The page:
7 wins in 16 games – but Liverpool’s ‘form’ shouldn’t be a concern

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Liverpool have rarely hit top gear since February, winning just seven of their last 16 competitive games, but while this malaise is a worry, mitigating circumstances surround such ‘form’.

Remember when we dreamed about the Reds becoming champions for the first time in 30 years? Remember how we promised never to moan again?

What a fickle bunch we are.

Liverpool only got their hands on the Premier League trophy six weeks ago, but it hasn’t taken long for some negativity to return.

Saturday’s Community Shield defeat to Arsenal was the latest limp showing from Jurgen Klopp‘s team, as the new Wembley again proved to be a thorn in their side.

That performance, added to what some perceive to be a frustrating lack of urgency in the transfer market, has made for an increasingly cantankerous fanbase.

Ironically, in a six-month period that has seen Liverpool secure their greatest success in decades, there hasn’t actually been a huge amount to admire on the pitch.

 

Noticeable Dip in Standards

WATFORD, ENGLAND - Saturday, February 29, 2020: Watford's Ismaïla Sarr celebrates scoring the second goal during the FA Premier League match between Watford FC and Liverpool FC at Vicarage Road. (Pic by David Rawcliffe/Propaganda)

Since mid-February, how many times have Liverpool actually played well?

The Reds were cruising towards title glory without actually playing good football at that point, showcasing an incredible winning mentality.

Norwich and West Ham were both beaten, but narrowly and unconvincingly, before Watford ended the invincibles possibility with a 3-0 hammering.

It was a loss that felt like it had slowly been coming, and the home win that followed against soon-to-be-relegated Bournemouth wasn’t one to treasure.

Klopp’s men were poor in the away leg defeat to Atletico Madrid, then fantastic in the home leg despite another loss – before football disappeared from our lives for close to three months.

Upon its return, the hope was that Liverpool would be primed to finish the season in style, not only inevitably winning the title, but smashing endless records along the way, too.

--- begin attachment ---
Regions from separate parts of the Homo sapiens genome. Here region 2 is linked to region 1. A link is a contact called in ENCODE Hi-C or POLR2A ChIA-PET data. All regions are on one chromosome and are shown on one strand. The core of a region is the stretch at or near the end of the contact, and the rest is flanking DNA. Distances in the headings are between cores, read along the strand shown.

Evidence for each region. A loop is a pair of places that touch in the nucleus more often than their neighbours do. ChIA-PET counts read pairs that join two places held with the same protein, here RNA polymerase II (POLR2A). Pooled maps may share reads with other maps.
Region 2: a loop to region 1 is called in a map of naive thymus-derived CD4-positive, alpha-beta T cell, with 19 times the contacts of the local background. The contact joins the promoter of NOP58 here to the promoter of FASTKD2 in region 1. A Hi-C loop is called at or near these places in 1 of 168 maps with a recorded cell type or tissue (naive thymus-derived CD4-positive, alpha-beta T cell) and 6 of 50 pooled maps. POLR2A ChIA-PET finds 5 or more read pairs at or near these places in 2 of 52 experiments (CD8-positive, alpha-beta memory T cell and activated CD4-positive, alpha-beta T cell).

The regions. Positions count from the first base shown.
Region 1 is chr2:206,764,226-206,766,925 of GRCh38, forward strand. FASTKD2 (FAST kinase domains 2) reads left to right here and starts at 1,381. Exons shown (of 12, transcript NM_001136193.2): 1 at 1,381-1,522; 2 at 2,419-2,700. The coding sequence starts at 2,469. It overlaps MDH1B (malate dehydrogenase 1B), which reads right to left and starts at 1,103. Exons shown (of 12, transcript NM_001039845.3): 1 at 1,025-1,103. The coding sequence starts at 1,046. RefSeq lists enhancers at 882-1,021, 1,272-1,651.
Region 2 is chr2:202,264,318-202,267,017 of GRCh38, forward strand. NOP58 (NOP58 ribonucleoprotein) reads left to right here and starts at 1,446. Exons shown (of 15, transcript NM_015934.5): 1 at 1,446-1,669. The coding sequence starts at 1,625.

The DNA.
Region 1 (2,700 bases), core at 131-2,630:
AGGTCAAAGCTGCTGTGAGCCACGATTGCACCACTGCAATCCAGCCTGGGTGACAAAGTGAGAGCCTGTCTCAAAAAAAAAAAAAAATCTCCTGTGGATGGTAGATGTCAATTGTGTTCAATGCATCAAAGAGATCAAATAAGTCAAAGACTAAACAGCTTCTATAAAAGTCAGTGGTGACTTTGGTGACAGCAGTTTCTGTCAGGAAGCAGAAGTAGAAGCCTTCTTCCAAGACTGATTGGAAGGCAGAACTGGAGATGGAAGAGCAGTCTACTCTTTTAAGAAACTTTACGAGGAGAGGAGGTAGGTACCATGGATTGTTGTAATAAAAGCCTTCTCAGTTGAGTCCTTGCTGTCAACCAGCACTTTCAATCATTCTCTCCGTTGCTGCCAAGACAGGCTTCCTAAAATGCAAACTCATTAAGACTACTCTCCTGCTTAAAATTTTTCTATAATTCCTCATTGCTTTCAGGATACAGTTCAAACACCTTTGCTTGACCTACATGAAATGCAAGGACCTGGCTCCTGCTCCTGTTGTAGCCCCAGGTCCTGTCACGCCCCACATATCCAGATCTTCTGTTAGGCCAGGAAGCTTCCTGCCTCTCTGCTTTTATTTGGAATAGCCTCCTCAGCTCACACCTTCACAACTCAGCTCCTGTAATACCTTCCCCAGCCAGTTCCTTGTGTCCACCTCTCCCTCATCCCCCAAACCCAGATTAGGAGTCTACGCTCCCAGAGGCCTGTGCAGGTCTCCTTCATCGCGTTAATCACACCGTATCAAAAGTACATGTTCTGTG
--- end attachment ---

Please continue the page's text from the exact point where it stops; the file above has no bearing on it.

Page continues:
A lack of cutting edge frustrated Liverpool captain Jordan Henderson (Peter Powell/NMC Pool)

The painfully dull 0-0 draw with Everton was a sign of things to come, however, even though sporadic good performances were thrown in behind closed doors, most notably at home to Crystal Palace and Chelsea.

The pre-lockdown lack of attacking cohesion and increased defensive errors were out in force, as points were dropped against Man City, Burnley and Arsenal.

After a quickfire break, Liverpool’s pre-season was similarly stodgy, with the Community Shield display indicative of what has been on show since February.

The front-three didn’t click, Joe Gomez and Virgil van Dijk looked strangely susceptible and the midfield was at its one-dimensional worst.

But as fans grow more worried about the Reds failing to kick on and retain their league crown in 2020/21, should there really be cause for concern?

 

Mitigating Circumstances

MANCHESTER, ENGLAND - Thursday, July 2, 2020: Liverpool’s goalkeeper Alisson Becker (L) and Joe Gomez looks dejected as Manchester City score the second goal during the FA Premier League match between Manchester City FC and Liverpool FC at the City of Manchester Stadium. The game was played behind closed doors due to the UK government’s social distancing laws during the Coronavirus COVID-19 Pandemic. This was Liverpool's first game as Premier League 2019/20 Champions. (Pic by Propaganda)

Despite the obvious joy of becoming champions, watching the Reds hasn’t been too entertaining in the last six months.

So many matches have felt like a chore to watch, mainly because of the amount riding on them.

Since the Watford defeat, there has arguably been one game that fell into the ‘must-win’ category: Atletico in the Champions League.

That is the only outing where it felt like something was genuinely on the line, such was Liverpool’s vast advantage over City in the title race.

Drawing at Everton was admittedly frustrating when the league wasn’t yet won and a points record was on offer, but it was a case of when they would be champions, rather than if.